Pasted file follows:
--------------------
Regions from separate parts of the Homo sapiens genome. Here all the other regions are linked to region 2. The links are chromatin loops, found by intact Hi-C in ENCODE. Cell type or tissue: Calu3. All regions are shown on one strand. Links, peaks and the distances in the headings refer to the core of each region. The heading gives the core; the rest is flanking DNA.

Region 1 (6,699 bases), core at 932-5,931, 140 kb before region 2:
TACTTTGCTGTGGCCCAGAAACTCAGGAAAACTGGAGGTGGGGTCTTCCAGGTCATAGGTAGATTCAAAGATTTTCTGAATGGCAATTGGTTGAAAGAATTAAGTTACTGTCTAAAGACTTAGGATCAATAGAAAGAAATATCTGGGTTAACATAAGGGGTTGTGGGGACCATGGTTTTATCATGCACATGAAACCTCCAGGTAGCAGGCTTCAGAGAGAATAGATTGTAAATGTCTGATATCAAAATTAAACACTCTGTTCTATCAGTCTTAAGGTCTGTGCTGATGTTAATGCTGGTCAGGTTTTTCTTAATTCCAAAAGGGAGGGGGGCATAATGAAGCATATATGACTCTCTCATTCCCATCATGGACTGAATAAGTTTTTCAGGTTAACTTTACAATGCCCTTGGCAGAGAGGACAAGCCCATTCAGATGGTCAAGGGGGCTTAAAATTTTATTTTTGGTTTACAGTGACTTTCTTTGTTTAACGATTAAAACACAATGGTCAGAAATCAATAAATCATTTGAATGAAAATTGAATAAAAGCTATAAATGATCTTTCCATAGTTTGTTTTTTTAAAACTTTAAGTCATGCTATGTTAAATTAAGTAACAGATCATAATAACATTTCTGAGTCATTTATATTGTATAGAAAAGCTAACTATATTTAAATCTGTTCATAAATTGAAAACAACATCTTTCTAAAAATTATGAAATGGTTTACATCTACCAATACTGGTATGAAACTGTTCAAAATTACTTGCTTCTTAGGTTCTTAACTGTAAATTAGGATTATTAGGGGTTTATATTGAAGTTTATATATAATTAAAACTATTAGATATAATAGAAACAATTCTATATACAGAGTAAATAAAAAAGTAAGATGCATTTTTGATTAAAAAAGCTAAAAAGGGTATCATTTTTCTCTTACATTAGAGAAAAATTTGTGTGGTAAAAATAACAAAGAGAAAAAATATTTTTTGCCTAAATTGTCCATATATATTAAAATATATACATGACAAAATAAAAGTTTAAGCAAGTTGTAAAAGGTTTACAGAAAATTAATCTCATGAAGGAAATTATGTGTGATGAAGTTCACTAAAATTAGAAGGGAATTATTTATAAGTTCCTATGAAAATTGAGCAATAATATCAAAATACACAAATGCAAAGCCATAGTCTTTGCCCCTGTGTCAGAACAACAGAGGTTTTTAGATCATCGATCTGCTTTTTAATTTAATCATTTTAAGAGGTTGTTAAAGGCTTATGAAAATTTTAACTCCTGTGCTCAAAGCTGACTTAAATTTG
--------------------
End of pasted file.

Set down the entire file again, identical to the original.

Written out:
Regions from separate parts of the Homo sapiens genome. Here all the other regions are linked to region 2. The links are chromatin loops, found by intact Hi-C in ENCODE. Cell type or tissue: Calu3. All regions are shown on one strand. Links, peaks and the distances in the headings refer to the core of each region. The heading gives the core; the rest is flanking DNA.

Region 1 (6,699 bases), core at 932-5,931, 140 kb before region 2:
TACTTTGCTGTGGCCCAGAAACTCAGGAAAACTGGAGGTGGGGTCTTCCAGGTCATAGGTAGATTCAAAGATTTTCTGAATGGCAATTGGTTGAAAGAATTAAGTTACTGTCTAAAGACTTAGGATCAATAGAAAGAAATATCTGGGTTAACATAAGGGGTTGTGGGGACCATGGTTTTATCATGCACATGAAACCTCCAGGTAGCAGGCTTCAGAGAGAATAGATTGTAAATGTCTGATATCAAAATTAAACACTCTGTTCTATCAGTCTTAAGGTCTGTGCTGATGTTAATGCTGGTCAGGTTTTTCTTAATTCCAAAAGGGAGGGGGGCATAATGAAGCATATATGACTCTCTCATTCCCATCATGGACTGAATAAGTTTTTCAGGTTAACTTTACAATGCCCTTGGCAGAGAGGACAAGCCCATTCAGATGGTCAAGGGGGCTTAAAATTTTATTTTTGGTTTACAGTGACTTTCTTTGTTTAACGATTAAAACACAATGGTCAGAAATCAATAAATCATTTGAATGAAAATTGAATAAAAGCTATAAATGATCTTTCCATAGTTTGTTTTTTTAAAACTTTAAGTCATGCTATGTTAAATTAAGTAACAGATCATAATAACATTTCTGAGTCATTTATATTGTATAGAAAAGCTAACTATATTTAAATCTGTTCATAAATTGAAAACAACATCTTTCTAAAAATTATGAAATGGTTTACATCTACCAATACTGGTATGAAACTGTTCAAAATTACTTGCTTCTTAGGTTCTTAACTGTAAATTAGGATTATTAGGGGTTTATATTGAAGTTTATATATAATTAAAACTATTAGATATAATAGAAACAATTCTATATACAGAGTAAATAAAAAAGTAAGATGCATTTTTGATTAAAAAAGCTAAAAAGGGTATCATTTTTCTCTTACATTAGAGAAAAATTTGTGTGGTAAAAATAACAAAGAGAAAAAATATTTTTTGCCTAAATTGTCCATATATATTAAAATATATACATGACAAAATAAAAGTTTAAGCAAGTTGTAAAAGGTTTACAGAAAATTAATCTCATGAAGGAAATTATGTGTGATGAAGTTCACTAAAATTAGAAGGGAATTATTTATAAGTTCCTATGAAAATTGAGCAATAATATCAAAATACACAAATGCAAAGCCATAGTCTTTGCCCCTGTGTCAGAACAACAGAGGTTTTTAGATCATCGATCTGCTTTTTAATTTAATCATTTTAAGAGGTTGTTAAAGGCTTATGAAAATTTTAACTCCTGTGCTCAAAGCTGACTTAAATTTG